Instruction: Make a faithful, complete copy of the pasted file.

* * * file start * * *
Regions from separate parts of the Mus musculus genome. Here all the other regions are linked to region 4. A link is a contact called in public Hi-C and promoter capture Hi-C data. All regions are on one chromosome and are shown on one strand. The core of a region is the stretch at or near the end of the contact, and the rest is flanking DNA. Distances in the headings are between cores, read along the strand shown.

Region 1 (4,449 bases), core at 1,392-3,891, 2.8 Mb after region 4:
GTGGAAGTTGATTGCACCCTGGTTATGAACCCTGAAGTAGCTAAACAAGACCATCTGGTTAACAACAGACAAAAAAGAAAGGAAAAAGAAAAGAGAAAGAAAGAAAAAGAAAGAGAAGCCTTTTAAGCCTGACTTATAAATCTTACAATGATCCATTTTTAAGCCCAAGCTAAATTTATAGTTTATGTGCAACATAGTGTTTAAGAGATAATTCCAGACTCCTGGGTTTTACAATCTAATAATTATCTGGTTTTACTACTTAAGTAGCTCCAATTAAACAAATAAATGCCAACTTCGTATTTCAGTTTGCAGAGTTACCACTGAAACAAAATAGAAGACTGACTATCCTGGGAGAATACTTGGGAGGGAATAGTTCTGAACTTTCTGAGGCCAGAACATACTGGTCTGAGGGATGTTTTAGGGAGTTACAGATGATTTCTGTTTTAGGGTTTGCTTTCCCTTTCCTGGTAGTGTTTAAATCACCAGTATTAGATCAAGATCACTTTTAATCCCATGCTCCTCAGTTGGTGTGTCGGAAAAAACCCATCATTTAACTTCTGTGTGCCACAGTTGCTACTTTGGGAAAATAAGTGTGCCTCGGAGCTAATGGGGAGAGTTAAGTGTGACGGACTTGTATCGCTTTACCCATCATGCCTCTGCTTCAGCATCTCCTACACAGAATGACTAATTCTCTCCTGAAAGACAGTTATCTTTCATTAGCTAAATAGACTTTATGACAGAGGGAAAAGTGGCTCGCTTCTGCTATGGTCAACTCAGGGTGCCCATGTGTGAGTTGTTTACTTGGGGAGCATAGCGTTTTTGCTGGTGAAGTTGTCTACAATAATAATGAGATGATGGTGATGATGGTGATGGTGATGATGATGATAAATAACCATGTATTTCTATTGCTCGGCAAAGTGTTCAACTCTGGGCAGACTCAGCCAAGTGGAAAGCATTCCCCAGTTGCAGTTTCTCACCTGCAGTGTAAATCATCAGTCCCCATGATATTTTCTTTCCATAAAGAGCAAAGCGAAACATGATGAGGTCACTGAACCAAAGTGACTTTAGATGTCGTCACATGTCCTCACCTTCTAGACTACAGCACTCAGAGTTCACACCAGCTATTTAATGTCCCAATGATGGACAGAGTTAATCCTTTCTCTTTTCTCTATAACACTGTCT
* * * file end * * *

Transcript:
Regions from separate parts of the Mus musculus genome. Here all the other regions are linked to region 4. A link is a contact called in public Hi-C and promoter capture Hi-C data. All regions are on one chromosome and are shown on one strand. The core of a region is the stretch at or near the end of the contact, and the rest is flanking DNA. Distances in the headings are between cores, read along the strand shown.

Region 1 (4,449 bases), core at 1,392-3,891, 2.8 Mb after region 4:
GTGGAAGTTGATTGCACCCTGGTTATGAACCCTGAAGTAGCTAAACAAGACCATCTGGTTAACAACAGACAAAAAAGAAAGGAAAAAGAAAAGAGAAAGAAAGAAAAAGAAAGAGAAGCCTTTTAAGCCTGACTTATAAATCTTACAATGATCCATTTTTAAGCCCAAGCTAAATTTATAGTTTATGTGCAACATAGTGTTTAAGAGATAATTCCAGACTCCTGGGTTTTACAATCTAATAATTATCTGGTTTTACTACTTAAGTAGCTCCAATTAAACAAATAAATGCCAACTTCGTATTTCAGTTTGCAGAGTTACCACTGAAACAAAATAGAAGACTGACTATCCTGGGAGAATACTTGGGAGGGAATAGTTCTGAACTTTCTGAGGCCAGAACATACTGGTCTGAGGGATGTTTTAGGGAGTTACAGATGATTTCTGTTTTAGGGTTTGCTTTCCCTTTCCTGGTAGTGTTTAAATCACCAGTATTAGATCAAGATCACTTTTAATCCCATGCTCCTCAGTTGGTGTGTCGGAAAAAACCCATCATTTAACTTCTGTGTGCCACAGTTGCTACTTTGGGAAAATAAGTGTGCCTCGGAGCTAATGGGGAGAGTTAAGTGTGACGGACTTGTATCGCTTTACCCATCATGCCTCTGCTTCAGCATCTCCTACACAGAATGACTAATTCTCTCCTGAAAGACAGTTATCTTTCATTAGCTAAATAGACTTTATGACAGAGGGAAAAGTGGCTCGCTTCTGCTATGGTCAACTCAGGGTGCCCATGTGTGAGTTGTTTACTTGGGGAGCATAGCGTTTTTGCTGGTGAAGTTGTCTACAATAATAATGAGATGATGGTGATGATGGTGATGGTGATGATGATGATAAATAACCATGTATTTCTATTGCTCGGCAAAGTGTTCAACTCTGGGCAGACTCAGCCAAGTGGAAAGCATTCCCCAGTTGCAGTTTCTCACCTGCAGTGTAAATCATCAGTCCCCATGATATTTTCTTTCCATAAAGAGCAAAGCGAAACATGATGAGGTCACTGAACCAAAGTGACTTTAGATGTCGTCACATGTCCTCACCTTCTAGACTACAGCACTCAGAGTTCACACCAGCTATTTAATGTCCCAATGATGGACAGAGTTAATCCTTTCTCTTTTCTCTATAACACTGTCT